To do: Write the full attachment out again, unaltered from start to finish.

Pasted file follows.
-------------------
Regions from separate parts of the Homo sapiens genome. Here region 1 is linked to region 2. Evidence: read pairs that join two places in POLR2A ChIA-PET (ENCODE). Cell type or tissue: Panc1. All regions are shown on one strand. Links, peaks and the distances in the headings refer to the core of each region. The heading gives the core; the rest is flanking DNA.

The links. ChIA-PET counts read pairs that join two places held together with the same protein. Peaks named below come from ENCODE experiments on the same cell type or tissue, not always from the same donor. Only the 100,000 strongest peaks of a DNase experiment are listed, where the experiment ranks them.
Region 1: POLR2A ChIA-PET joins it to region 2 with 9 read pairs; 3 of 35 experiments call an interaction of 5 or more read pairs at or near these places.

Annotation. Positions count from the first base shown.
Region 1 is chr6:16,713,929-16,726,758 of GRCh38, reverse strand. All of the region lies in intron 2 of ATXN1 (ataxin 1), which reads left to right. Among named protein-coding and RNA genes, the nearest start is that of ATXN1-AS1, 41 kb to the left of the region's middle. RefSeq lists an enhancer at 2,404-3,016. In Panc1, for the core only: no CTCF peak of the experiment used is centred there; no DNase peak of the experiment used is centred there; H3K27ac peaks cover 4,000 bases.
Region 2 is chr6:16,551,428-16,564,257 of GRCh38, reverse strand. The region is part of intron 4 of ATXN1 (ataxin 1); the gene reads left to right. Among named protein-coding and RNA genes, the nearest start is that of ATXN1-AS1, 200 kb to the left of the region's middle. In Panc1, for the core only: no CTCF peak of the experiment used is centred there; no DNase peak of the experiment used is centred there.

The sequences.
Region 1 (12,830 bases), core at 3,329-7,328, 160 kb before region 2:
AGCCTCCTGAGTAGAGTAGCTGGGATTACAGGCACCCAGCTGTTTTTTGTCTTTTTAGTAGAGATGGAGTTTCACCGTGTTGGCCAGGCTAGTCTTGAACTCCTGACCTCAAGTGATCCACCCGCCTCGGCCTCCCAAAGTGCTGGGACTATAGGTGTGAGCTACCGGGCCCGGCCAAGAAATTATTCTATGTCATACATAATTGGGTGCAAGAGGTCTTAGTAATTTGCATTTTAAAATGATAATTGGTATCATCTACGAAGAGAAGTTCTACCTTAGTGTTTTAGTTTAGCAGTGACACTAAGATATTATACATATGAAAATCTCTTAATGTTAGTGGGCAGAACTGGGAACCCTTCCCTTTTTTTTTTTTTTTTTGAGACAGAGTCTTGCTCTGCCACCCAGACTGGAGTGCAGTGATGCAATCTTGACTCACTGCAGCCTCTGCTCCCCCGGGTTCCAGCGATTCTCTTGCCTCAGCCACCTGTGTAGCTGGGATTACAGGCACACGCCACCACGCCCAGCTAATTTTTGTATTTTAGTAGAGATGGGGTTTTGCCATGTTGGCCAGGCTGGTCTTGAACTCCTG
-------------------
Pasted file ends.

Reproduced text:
Regions from separate parts of the Homo sapiens genome. Here region 1 is linked to region 2. Evidence: read pairs that join two places in POLR2A ChIA-PET (ENCODE). Cell type or tissue: Panc1. All regions are shown on one strand. Links, peaks and the distances in the headings refer to the core of each region. The heading gives the core; the rest is flanking DNA.

The links. ChIA-PET counts read pairs that join two places held together with the same protein. Peaks named below come from ENCODE experiments on the same cell type or tissue, not always from the same donor. Only the 100,000 strongest peaks of a DNase experiment are listed, where the experiment ranks them.
Region 1: POLR2A ChIA-PET joins it to region 2 with 9 read pairs; 3 of 35 experiments call an interaction of 5 or more read pairs at or near these places.

Annotation. Positions count from the first base shown.
Region 1 is chr6:16,713,929-16,726,758 of GRCh38, reverse strand. All of the region lies in intron 2 of ATXN1 (ataxin 1), which reads left to right. Among named protein-coding and RNA genes, the nearest start is that of ATXN1-AS1, 41 kb to the left of the region's middle. RefSeq lists an enhancer at 2,404-3,016. In Panc1, for the core only: no CTCF peak of the experiment used is centred there; no DNase peak of the experiment used is centred there; H3K27ac peaks cover 4,000 bases.
Region 2 is chr6:16,551,428-16,564,257 of GRCh38, reverse strand. The region is part of intron 4 of ATXN1 (ataxin 1); the gene reads left to right. Among named protein-coding and RNA genes, the nearest start is that of ATXN1-AS1, 200 kb to the left of the region's middle. In Panc1, for the core only: no CTCF peak of the experiment used is centred there; no DNase peak of the experiment used is centred there.

The sequences.
Region 1 (12,830 bases), core at 3,329-7,328, 160 kb before region 2:
AGCCTCCTGAGTAGAGTAGCTGGGATTACAGGCACCCAGCTGTTTTTTGTCTTTTTAGTAGAGATGGAGTTTCACCGTGTTGGCCAGGCTAGTCTTGAACTCCTGACCTCAAGTGATCCACCCGCCTCGGCCTCCCAAAGTGCTGGGACTATAGGTGTGAGCTACCGGGCCCGGCCAAGAAATTATTCTATGTCATACATAATTGGGTGCAAGAGGTCTTAGTAATTTGCATTTTAAAATGATAATTGGTATCATCTACGAAGAGAAGTTCTACCTTAGTGTTTTAGTTTAGCAGTGACACTAAGATATTATACATATGAAAATCTCTTAATGTTAGTGGGCAGAACTGGGAACCCTTCCCTTTTTTTTTTTTTTTTTGAGACAGAGTCTTGCTCTGCCACCCAGACTGGAGTGCAGTGATGCAATCTTGACTCACTGCAGCCTCTGCTCCCCCGGGTTCCAGCGATTCTCTTGCCTCAGCCACCTGTGTAGCTGGGATTACAGGCACACGCCACCACGCCCAGCTAATTTTTGTATTTTAGTAGAGATGGGGTTTTGCCATGTTGGCCAGGCTGGTCTTGAACTCCTG